On Sat, Jul 9, 2022 at 9:03 PM Jens Maurer <Jens.Maurer@gmx.net> wrote:
On 09/07/2022 18.25, Corentin Jabot via SG16 wrote:
> Hey Tom.
> If you are *really* bored, I guess you could take a gander at 
>
> https://isocpp.org/files/papers/P2620R0.pdf <https://isocpp.org/files/papers/P2620R0.pdf>

This feels thoroughly confused.

Quote from the paper:

"This is by no mean a major issue in C++, as we don’t put restrictions
on universal-character-names (unlike C)"

Indeed, the important bit is missing. This should read  

"This is by no mean a major issue in C++, as we don’t put restrictions
on universal-character-names in string literals (unlike C)"

Quote from the standard:

"If a universal-character-name outside the c-char-sequence, s-char-sequence, or r-char-sequence
of a character-literal or string-literal (in either case, including within a user-defined-literal) corresponds
to a control character or to a character in the basic character set, the program is ill-formed."

So, there are restrictions in C++ as well.

If the comparison with C wants to highlight the UCN vs. char/string-literal
treatment, it should say so.

Are there places other than identifiers where we can have UCNs
outside of char/string literals?  If not, maybe we should massage
the grammar definition of _identifier_ instead of persisting
the handwaving in lex.phases p4.

The idea of doing it there, as we form preprocessor tokens, is that we don't want to
int i\N{SEMICOLON} to do something (I don't think implementers would like that). and i\N{SEMICOLON} doesn't match the grammar of an identifier, so I think an eager replacement makes sense.
We should avoid having to carry these things around through phase 3.

 

> https://isocpp.org/files/papers/P2621R0.pdf <https://isocpp.org/files/papers/P2621R0.pdf>

Should this go to SG12, because it discusses undefined behavior?

I'm hoping that removing UB from a context in which no UB can meaningfully exist doesn't require
to visit all the groups - I  however want SG22 to look at that to increase consistency between c and C++
 

> * Thinking about tailoring, unicode/cldr locales, localized numbers and dates formatting. Personally I think this is out of scope for 26 and I'm kinda hoping libicu 4x matures. 
>   But there are questions worth asking. Namely can C++ mandate a dependency on a lib like icu/icu4x, share a common implementation for all vendors, or are we not concerned about the implementation burden of that? Because I am. I think a locale object compliant with unicode is necessary, but if implementers can't take dependencies, an implementation of the cldr seems... asking too much.

In general, I think we can't mandate the dependency on a particular
third-party (non-ISO standardized) library, but we can certainly
standardize an interface that makes it easy to use a specific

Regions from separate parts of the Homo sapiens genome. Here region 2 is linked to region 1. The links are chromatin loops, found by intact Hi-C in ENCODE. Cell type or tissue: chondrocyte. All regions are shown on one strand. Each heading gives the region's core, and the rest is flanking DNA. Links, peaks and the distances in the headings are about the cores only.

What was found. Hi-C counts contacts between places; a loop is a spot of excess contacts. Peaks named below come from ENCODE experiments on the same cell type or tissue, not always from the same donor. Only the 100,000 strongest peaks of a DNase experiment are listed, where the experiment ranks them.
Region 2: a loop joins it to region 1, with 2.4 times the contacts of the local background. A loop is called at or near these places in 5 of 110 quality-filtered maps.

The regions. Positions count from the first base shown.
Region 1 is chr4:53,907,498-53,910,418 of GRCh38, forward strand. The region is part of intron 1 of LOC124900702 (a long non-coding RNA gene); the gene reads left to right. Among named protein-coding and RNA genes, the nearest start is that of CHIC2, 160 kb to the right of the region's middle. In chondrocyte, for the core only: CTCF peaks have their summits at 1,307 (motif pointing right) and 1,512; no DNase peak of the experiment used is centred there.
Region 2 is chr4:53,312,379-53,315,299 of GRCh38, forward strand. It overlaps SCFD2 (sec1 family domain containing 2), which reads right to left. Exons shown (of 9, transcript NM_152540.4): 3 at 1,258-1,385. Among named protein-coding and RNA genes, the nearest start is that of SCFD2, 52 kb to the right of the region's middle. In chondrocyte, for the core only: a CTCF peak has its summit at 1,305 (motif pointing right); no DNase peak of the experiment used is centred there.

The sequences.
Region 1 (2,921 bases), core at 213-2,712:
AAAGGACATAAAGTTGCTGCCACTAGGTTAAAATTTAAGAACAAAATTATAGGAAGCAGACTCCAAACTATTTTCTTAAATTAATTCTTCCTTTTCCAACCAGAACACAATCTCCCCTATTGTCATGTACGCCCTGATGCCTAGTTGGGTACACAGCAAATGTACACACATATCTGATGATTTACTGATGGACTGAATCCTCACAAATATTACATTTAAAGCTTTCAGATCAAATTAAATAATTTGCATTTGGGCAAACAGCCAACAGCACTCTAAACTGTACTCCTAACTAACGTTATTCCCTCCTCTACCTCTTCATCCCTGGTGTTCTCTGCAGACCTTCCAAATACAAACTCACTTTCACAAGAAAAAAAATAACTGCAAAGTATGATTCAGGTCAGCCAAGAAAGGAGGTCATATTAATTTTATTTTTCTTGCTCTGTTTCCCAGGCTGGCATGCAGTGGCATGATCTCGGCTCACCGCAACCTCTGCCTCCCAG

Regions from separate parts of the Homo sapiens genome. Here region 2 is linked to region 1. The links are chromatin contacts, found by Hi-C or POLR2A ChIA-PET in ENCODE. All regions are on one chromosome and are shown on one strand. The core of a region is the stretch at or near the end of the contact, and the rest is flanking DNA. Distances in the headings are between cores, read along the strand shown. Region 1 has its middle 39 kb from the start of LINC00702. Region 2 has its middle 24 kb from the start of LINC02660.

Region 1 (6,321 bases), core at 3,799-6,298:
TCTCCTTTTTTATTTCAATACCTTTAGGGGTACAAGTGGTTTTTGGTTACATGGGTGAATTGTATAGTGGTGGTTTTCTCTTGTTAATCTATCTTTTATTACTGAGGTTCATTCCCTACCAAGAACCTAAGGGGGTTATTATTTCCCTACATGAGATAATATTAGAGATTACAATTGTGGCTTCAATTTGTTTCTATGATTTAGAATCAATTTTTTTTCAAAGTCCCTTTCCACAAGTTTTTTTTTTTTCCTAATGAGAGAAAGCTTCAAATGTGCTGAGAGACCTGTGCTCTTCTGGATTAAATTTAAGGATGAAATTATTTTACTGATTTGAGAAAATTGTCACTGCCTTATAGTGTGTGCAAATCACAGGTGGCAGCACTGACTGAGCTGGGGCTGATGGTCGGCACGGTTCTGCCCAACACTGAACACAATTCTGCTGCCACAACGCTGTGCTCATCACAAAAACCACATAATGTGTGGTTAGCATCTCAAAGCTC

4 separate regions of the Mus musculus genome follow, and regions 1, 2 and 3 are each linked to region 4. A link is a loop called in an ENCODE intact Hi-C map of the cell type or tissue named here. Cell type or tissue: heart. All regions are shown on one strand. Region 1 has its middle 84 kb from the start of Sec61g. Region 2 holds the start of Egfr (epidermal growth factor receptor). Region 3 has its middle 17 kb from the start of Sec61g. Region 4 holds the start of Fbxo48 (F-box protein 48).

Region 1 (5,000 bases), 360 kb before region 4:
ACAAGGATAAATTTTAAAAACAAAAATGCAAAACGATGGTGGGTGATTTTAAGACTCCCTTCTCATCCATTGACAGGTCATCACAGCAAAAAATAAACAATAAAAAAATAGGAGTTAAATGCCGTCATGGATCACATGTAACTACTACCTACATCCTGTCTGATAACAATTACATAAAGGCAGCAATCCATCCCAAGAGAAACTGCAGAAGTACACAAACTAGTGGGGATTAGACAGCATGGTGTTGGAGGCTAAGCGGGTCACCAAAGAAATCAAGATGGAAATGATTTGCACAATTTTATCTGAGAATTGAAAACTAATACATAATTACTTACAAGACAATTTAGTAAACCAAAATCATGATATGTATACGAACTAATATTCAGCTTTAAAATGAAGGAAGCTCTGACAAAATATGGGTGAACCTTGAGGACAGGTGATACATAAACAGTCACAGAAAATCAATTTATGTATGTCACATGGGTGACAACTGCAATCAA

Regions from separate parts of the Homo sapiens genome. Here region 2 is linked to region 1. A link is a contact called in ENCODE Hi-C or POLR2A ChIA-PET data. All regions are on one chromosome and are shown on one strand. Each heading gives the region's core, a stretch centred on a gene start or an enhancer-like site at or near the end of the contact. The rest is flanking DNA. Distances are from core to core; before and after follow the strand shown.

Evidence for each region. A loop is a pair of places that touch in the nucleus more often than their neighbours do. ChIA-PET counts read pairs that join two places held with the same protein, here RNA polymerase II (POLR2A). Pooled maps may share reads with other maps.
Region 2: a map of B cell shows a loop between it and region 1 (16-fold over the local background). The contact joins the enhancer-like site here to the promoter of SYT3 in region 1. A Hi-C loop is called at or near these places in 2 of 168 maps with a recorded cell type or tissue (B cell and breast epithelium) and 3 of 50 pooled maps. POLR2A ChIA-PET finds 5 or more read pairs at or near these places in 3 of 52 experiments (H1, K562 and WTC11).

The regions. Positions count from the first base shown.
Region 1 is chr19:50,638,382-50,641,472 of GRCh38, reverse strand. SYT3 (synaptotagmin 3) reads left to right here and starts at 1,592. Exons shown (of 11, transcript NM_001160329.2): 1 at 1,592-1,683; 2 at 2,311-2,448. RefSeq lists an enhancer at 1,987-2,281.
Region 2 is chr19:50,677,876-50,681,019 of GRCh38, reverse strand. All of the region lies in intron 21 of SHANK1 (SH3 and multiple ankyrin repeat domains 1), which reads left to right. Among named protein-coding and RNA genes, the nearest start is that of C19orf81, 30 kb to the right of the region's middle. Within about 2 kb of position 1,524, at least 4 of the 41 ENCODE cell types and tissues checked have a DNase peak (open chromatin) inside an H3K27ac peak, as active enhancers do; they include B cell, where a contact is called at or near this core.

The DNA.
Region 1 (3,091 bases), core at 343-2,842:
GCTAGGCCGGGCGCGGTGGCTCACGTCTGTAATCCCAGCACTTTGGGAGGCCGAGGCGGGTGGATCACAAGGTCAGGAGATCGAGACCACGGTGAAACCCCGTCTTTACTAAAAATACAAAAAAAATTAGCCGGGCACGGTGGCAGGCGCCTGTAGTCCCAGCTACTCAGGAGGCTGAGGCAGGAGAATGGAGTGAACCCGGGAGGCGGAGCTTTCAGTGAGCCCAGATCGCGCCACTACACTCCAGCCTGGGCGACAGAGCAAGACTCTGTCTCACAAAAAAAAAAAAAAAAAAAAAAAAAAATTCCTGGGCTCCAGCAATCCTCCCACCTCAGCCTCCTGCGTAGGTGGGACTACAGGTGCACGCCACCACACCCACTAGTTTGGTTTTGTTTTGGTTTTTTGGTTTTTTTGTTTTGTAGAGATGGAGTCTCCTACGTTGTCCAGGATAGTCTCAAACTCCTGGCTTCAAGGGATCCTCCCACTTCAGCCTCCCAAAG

third-party library to implement that interface.

But I'd really like to see a roadmap of proposed modern C++-style
interfaces before buying into anything at all.

> I'm already not really comfortable with the implementation burden for non tailored things (and at the same time unwilling to make the design amenable to ICU).

What does "non-tailored" mean?

Non-localized.
Unicode, in general defines local agnostic text transformations with the express recommandation that the algorithms
should be tailored with locale specific data and behavior, which adds a lot of complexity.
To take a simple example, Greek has some specific rules for upper casing sigma, German has ever changing rules for SS, ß, ẞ, etc.

Normalization is locale agnostic, casing has locale specific behavior for a handful of languages but a default algorithm is usually useful.
Grapheme clusterization can be localized (ch is a single grapheme in Slovak).
Some algorithms, namely collation, are always localized or not useful in their non-localized form.

There is at least an order of magnitude greater implementation complexity for the tailored versions - in part because of the reliance on ever changing data,
the need for locale specific behaviors - which benefits from domain expertise - and it's also harder to specify.
We need to decide the extent to which these things are reasonable for the committee to take on.
Both "this is an important feature for users" and "neither the committee nor implementers have the expertise of bandwidth to deal with arbitrary locales" seem reasonable positions. 


> * If you folks think text processing would need some rope-like structure, I'm not sure it's text related but... I guess you could talk about that!
> * Some unicode algorithms are unbounded, and may require allocation. A small_vector would help specification,

Why would it help with the specification?
 
I guess we could say "does not allocate  if some variable is smaller than X" but implementers will have to have a small vector as an implementation detail so if
people have the idea that such a thing should be standardized anyway, it's something that could be useful. 


>   but again that doesn't seem very in scope of this group.
> * We need *some* unicode properties, I'm not sure which to be honest. My current intent is to only provide things that would be generally useful outside of the algorithms that are otherwise provided.
> You could look at this swift paper https://github.com/apple/swift-evolution/blob/main/proposals/0211-unicode-scalar-properties.md <https://github.com/apple/swift-evolution/blob/main/proposals/0211-unicode-scalar-properties.md

Jens